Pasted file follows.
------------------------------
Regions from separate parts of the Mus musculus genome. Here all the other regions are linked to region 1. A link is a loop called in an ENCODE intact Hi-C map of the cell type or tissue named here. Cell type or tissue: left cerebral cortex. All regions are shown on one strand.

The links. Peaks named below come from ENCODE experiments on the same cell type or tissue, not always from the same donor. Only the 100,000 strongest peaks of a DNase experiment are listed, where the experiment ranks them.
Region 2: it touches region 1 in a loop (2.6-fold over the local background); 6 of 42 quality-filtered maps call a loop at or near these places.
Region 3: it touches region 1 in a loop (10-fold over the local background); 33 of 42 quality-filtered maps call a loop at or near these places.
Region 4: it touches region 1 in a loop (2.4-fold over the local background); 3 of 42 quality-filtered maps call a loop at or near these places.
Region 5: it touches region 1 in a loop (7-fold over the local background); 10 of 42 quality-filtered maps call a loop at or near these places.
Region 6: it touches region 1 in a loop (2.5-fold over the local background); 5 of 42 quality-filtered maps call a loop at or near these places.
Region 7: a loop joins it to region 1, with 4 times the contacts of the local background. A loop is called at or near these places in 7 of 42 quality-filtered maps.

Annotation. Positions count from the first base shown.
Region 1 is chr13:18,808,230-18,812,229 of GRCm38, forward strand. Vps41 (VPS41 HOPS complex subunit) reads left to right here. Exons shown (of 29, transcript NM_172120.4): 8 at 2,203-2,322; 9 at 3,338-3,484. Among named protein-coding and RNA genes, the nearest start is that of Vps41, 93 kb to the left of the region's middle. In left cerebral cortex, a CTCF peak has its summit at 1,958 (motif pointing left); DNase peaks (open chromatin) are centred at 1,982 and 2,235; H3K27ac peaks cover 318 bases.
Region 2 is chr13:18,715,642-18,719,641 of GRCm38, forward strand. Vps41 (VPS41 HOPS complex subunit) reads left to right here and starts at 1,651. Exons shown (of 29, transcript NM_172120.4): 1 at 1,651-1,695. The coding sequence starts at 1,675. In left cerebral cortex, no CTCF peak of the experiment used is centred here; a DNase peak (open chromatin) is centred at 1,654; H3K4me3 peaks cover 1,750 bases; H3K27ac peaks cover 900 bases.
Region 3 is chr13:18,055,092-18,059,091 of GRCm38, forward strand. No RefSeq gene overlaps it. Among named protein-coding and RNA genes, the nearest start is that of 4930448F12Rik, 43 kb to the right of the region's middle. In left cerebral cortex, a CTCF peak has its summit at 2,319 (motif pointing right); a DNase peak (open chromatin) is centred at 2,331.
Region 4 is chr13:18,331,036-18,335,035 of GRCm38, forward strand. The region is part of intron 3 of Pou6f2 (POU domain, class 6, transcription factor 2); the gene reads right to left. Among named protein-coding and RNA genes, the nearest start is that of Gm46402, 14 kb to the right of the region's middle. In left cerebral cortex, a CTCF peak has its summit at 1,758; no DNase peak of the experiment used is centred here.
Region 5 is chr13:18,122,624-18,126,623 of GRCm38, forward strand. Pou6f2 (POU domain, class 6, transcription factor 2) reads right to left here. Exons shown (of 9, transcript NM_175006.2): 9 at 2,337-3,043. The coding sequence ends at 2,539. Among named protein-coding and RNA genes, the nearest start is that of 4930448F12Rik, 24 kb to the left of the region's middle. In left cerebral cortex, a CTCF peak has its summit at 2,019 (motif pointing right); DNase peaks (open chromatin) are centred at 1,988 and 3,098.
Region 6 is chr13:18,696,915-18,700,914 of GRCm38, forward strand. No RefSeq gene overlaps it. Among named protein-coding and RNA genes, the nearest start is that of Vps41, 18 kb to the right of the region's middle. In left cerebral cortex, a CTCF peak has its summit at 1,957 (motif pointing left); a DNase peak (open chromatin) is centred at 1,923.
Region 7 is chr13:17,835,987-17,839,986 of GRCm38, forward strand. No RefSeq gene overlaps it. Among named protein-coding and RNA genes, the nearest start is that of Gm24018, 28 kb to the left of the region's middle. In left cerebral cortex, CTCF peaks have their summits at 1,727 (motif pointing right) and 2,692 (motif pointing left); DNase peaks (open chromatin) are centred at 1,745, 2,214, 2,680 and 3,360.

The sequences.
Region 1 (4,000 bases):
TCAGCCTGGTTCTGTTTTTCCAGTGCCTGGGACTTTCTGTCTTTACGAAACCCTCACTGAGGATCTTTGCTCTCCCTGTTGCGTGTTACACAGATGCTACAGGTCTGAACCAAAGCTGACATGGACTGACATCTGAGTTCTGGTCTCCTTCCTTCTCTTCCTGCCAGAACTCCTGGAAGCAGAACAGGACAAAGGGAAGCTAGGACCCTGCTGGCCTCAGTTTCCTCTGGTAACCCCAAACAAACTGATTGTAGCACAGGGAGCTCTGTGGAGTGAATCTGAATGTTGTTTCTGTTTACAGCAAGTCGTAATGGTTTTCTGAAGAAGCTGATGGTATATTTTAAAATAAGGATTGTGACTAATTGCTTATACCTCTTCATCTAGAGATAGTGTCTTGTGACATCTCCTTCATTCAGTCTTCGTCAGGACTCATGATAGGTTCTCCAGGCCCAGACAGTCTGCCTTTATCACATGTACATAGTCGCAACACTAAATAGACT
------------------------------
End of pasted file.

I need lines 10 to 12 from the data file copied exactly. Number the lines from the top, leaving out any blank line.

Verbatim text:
Region 1 is chr13:18,808,230-18,812,229 of GRCm38, forward strand. Vps41 (VPS41 HOPS complex subunit) reads left to right here. Exons shown (of 29, transcript NM_172120.4): 8 at 2,203-2,322; 9 at 3,338-3,484. Among named protein-coding and RNA genes, the nearest start is that of Vps41, 93 kb to the left of the region's middle. In left cerebral cortex, a CTCF peak has its summit at 1,958 (motif pointing left); DNase peaks (open chromatin) are centred at 1,982 and 2,235; H3K27ac peaks cover 318 bases.
Region 2 is chr13:18,715,642-18,719,641 of GRCm38, forward strand. Vps41 (VPS41 HOPS complex subunit) reads left to right here and starts at 1,651. Exons shown (of 29, transcript NM_172120.4): 1 at 1,651-1,695. The coding sequence starts at 1,675. In left cerebral cortex, no CTCF peak of the experiment used is centred here; a DNase peak (open chromatin) is centred at 1,654; H3K4me3 peaks cover 1,750 bases; H3K27ac peaks cover 900 bases.
Region 3 is chr13:18,055,092-18,059,091 of GRCm38, forward strand. No RefSeq gene overlaps it. Among named protein-coding and RNA genes, the nearest start is that of 4930448F12Rik, 43 kb to the right of the region's middle. In left cerebral cortex, a CTCF peak has its summit at 2,319 (motif pointing right); a DNase peak (open chromatin) is centred at 2,331.